The key pests include alfalfa weevil, Hypera postica (a species that we consider includes Egyptian alfalfa weevil, H. brunneipennis), as well as a complex of homopterous pests, the most important of which are potato leafhopper, Empoasca fabae, spotted alfalfa aphid, Therioaphis maculata, pea aphid, Acyrthosiphon pisum, blue alfalfa aphid, A. kondoi, threecornered alfalfa hopper Spissistilus festinus, and meadow spittlebug, Philaneus spumarius. In seed production, serious losses can be caused by mirids, especially Lygus hesperus, and L. elisus, and the clover seed chalcid, Bruchophagus roddi (Eurytomidae). In the South, armyworms, Spodoptera spp., (Leptidoptera: Noctuidae) and webworms, Loxostege spp. and Achyra spp. (Lepidoptera: Pyralidae) are important pests. The alfalfa snout beetle, Otiorhynchus ligustici (Coleoptera: Curculionidae), a serious pest, is thus far limited in distribution to northern New York State and southern Ontario. Blister beetles, Epicauta spp. (Coleoptera: Meloidae), do not injure alfalfa, but are of concern because they are poisonous to livestock.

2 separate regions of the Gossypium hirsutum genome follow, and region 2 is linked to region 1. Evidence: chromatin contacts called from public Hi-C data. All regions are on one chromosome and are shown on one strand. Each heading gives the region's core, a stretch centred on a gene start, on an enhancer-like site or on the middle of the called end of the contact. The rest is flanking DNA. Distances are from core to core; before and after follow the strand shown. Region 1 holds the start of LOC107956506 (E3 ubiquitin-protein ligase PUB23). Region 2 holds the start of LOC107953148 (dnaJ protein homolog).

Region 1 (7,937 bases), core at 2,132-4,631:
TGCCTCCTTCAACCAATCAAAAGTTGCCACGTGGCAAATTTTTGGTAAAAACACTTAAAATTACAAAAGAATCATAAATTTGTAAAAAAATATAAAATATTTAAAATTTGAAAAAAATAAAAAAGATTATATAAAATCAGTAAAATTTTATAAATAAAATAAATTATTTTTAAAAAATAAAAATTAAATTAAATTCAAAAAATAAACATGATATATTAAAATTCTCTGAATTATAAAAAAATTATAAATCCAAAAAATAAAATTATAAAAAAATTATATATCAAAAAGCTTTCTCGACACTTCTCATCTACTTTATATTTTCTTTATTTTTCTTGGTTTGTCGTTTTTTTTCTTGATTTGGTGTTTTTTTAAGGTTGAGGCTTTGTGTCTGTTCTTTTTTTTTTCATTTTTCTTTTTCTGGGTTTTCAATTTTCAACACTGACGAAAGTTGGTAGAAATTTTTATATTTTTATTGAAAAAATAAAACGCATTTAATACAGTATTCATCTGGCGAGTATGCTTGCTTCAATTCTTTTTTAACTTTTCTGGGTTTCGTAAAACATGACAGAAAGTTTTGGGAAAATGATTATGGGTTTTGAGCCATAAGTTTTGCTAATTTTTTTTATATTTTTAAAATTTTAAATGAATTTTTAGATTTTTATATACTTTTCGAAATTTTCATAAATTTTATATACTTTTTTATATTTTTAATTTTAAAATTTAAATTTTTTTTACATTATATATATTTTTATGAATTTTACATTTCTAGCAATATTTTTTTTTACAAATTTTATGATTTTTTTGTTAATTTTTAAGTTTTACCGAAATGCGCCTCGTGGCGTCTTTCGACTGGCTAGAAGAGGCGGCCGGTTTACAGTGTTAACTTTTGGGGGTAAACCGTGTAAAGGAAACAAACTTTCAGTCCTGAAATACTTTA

Insecticide use on alfalfa in northern states has generally not been great. Typically, 1-5% of the Minnesota crop is sprayed in any given year. In some parts of the country, because of greater pest pressure, insecticidal treatment is more general and sometimes routine. In Georgia, 85% of alfalfa is treated with insecticides each year. Overall, the crop ranks 18th out of 87 crops in pounds of pesticide (insecticides, herbicides, and fungicides) applied in the U.S. (10.8 million pounds out of 886 million pounds used annually). Much of insecticide applied to forage alfalfa is directed against alfalfa weevil. In recent years, biological control agents and host plant resistance have diminished the impact of this insect and accordingly the need for chemical control.